{
   public string time { get; set; }
   public double frequency { get; set; }
   public string modulation { get; set; }
   public string data_rate { get; set; }
   public string coding_rate { get; set; }
   public List<GatewayV4> gateways { get; set; }
}

public class PayloadV4
{
   public string app_id { get; set; }
   public string dev_id { get; set; }
   public string hardware_serial { get; set; }
   public int port { get; set; }
   public int counter { get; set; }
   public bool is_retry { get; set; }
   public string payload_raw { get; set; }
   // finally settled on an Object
   public Object payload_fields { get; set; }
   public MetadataV4 metadata { get; set; }
   public string downlink_url { get; set; }
}

So, I added yet another new to controller to my application to deserialise the body of the POST from the TTN Application Integration.

[Route("[controller]")]
[ApiController]
public class ClassSerialisationV4Fields : ControllerBase
{
   private static readonly ILog log = log4net.LogManager.GetLogger(System.Reflection.MethodBase.GetCurrentMethod().DeclaringType);

   public string Index()
   {
      return "move along nothing to see";
   }

   [HttpPost]
   public IActionResult Post([FromBody] PayloadV4 payload)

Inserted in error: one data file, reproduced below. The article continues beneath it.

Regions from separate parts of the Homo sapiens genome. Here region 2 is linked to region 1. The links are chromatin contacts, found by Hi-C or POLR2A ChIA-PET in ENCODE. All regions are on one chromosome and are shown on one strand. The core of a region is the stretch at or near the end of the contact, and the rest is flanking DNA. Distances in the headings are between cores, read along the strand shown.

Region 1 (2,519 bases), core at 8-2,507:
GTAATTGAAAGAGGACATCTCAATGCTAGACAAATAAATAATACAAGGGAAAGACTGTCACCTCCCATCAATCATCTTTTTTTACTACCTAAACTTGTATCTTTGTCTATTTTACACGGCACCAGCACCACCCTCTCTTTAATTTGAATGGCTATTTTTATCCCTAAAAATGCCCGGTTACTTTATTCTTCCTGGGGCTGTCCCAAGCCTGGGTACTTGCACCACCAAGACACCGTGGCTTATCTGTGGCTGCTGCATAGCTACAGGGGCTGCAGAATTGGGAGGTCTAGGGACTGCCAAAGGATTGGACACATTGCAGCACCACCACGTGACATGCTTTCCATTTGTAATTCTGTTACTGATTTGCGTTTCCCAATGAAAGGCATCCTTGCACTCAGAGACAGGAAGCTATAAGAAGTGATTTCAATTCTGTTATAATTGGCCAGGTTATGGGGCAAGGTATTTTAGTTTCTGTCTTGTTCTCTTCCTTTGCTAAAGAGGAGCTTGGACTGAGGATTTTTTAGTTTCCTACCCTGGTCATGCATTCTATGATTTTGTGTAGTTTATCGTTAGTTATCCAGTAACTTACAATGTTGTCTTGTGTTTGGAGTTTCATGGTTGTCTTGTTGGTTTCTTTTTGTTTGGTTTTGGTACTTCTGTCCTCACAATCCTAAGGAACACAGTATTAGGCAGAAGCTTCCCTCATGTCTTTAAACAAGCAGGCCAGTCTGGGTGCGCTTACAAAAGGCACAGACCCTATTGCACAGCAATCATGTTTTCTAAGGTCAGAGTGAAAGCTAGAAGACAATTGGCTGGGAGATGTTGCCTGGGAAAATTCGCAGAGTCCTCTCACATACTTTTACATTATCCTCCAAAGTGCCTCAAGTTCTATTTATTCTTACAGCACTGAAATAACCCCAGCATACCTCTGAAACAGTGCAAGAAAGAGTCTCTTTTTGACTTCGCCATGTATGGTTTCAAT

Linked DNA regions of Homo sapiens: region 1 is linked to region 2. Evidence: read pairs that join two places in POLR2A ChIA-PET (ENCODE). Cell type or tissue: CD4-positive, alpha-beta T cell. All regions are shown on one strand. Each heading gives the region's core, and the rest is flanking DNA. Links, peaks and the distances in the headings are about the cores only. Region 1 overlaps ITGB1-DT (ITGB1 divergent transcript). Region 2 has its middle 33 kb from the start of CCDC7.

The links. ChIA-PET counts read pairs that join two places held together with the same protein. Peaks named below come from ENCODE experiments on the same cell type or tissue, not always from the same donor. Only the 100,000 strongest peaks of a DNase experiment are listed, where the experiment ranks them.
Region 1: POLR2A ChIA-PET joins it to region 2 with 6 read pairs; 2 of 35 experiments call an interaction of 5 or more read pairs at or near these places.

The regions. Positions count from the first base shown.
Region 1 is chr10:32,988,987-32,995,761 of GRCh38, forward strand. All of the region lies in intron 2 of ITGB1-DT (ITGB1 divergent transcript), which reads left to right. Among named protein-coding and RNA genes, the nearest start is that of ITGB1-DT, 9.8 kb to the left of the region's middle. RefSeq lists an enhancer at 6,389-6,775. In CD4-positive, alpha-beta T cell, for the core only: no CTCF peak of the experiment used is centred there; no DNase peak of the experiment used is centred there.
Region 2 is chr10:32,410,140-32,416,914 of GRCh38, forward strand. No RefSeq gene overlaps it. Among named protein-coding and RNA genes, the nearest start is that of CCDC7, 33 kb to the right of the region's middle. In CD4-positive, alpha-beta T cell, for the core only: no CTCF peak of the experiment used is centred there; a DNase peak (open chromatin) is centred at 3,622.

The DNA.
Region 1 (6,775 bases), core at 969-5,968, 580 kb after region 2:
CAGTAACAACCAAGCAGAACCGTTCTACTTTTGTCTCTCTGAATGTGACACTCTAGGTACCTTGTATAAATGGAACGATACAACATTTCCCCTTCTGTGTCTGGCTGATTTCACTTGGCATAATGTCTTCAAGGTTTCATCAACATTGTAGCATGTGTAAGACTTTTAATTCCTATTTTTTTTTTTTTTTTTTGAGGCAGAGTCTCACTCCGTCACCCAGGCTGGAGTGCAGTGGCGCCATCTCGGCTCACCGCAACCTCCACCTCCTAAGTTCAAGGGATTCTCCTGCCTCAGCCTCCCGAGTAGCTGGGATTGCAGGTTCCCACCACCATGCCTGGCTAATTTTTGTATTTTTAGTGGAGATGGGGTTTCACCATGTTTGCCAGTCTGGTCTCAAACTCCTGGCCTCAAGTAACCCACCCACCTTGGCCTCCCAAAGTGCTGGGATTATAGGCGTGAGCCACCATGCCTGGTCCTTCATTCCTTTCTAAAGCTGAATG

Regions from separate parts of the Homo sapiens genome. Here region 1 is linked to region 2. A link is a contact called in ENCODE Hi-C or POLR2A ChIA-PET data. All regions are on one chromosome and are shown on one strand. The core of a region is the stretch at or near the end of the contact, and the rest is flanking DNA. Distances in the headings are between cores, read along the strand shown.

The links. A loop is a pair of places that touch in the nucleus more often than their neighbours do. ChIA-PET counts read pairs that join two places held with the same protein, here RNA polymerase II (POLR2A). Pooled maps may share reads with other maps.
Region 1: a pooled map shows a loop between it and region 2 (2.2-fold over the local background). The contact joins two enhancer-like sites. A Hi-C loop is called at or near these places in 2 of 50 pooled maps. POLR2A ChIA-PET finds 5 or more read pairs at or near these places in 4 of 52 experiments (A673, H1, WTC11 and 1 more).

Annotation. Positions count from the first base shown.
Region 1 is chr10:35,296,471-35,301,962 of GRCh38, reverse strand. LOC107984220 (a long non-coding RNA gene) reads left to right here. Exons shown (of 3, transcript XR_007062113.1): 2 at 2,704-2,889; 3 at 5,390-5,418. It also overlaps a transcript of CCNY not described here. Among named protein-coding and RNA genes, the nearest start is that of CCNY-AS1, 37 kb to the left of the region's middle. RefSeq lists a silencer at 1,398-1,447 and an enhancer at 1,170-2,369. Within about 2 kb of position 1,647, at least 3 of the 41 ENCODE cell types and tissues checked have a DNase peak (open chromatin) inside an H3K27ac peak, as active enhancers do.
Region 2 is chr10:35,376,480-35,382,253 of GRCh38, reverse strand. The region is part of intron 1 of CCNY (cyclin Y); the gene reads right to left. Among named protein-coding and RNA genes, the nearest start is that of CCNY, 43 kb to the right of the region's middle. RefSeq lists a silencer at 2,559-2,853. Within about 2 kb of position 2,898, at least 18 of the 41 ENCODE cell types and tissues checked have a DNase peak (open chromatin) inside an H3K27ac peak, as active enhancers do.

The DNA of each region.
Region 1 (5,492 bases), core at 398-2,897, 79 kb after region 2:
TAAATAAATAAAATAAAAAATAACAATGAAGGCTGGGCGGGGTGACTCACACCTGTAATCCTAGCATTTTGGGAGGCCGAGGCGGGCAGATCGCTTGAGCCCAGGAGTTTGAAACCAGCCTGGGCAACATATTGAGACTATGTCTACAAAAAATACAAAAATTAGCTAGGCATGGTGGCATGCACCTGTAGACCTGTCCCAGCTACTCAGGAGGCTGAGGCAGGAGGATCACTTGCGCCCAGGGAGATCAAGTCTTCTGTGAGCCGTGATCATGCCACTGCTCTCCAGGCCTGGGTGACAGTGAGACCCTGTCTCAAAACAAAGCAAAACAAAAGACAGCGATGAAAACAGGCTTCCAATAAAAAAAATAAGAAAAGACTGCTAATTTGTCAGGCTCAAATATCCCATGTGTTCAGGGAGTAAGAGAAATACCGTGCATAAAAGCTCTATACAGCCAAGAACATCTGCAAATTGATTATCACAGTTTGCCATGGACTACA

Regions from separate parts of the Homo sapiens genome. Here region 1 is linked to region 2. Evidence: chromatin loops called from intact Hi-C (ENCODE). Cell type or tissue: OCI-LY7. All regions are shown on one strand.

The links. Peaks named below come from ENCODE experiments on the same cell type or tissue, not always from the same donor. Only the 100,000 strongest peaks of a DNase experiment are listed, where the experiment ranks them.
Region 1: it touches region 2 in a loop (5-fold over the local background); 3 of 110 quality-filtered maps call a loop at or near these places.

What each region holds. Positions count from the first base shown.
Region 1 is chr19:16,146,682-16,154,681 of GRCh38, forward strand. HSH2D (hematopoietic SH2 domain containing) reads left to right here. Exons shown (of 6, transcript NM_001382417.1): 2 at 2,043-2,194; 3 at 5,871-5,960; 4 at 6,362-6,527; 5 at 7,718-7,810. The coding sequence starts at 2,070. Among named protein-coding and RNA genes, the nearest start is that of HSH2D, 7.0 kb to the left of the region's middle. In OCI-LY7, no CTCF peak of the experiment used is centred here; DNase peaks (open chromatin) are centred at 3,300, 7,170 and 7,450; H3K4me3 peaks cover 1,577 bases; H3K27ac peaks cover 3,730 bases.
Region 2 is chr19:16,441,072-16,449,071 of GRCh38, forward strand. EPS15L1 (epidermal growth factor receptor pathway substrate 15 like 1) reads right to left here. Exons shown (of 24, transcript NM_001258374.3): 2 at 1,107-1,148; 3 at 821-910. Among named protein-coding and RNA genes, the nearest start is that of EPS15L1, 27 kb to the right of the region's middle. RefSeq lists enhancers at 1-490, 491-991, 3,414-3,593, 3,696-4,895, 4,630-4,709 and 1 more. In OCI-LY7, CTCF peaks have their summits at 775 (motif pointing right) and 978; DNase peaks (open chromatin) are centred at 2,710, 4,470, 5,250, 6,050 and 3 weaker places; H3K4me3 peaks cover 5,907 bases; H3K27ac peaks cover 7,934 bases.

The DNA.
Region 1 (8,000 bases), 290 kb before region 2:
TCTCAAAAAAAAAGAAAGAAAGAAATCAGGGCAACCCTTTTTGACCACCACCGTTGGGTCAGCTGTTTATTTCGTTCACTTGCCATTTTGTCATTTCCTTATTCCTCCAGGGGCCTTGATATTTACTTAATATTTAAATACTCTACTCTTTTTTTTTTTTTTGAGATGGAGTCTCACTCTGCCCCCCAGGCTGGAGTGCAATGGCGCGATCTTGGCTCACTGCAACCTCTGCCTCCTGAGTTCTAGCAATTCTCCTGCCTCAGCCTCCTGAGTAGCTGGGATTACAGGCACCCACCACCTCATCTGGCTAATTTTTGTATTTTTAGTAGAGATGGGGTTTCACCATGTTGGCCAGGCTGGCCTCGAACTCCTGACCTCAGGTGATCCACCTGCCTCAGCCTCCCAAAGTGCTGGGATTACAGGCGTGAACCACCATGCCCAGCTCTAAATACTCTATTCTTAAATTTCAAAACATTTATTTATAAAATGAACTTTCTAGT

{
      string payloadFieldsUnpacked = string.Empty;
         
      // Check that the post data is good
      if (!this.ModelState.IsValid)
      {
         log.WarnFormat("ClassSerialisationV4Fields validation failed {0}", this.ModelState.Messages());

         return this.BadRequest(this.ModelState);
      }

      JsonElement jsonElement = (JsonElement)payload.payload_fields;
      foreach (var property in jsonElement.EnumerateObject())
      {
         // Special handling for nested properties
         if (property.Name.StartsWith("gps_") || property.Name.StartsWith("accelerometer_") || property.Name.StartsWith("gyrometer_"))
         {
            payloadFieldsUnpacked += $"Property Name:{property.Name}\r\n";
            JsonElement gpsElement = (JsonElement)property.Value;
            foreach (var gpsProperty in gpsElement.EnumerateObject())
            {
               payloadFieldsUnpacked += $" Property Name:{gpsProperty.Name} Property Value:{gpsProperty.Value}\r\n";
            }
         }
         else
         {
            payloadFieldsUnpacked += $"Property Name:{property.Name} Property Value:{property.Value}\r\n";
         }
      }

      log.Info(payloadFieldsUnpacked);

      return this.Ok();
   }
}

In the body of the events in Azure Application Insights I could see messages and the format looked fine for simple payloads

Property Name:analog_in_1 Property Value:0.5
Property Name:digital_in_1 Property Value:1
Property Name:gps_1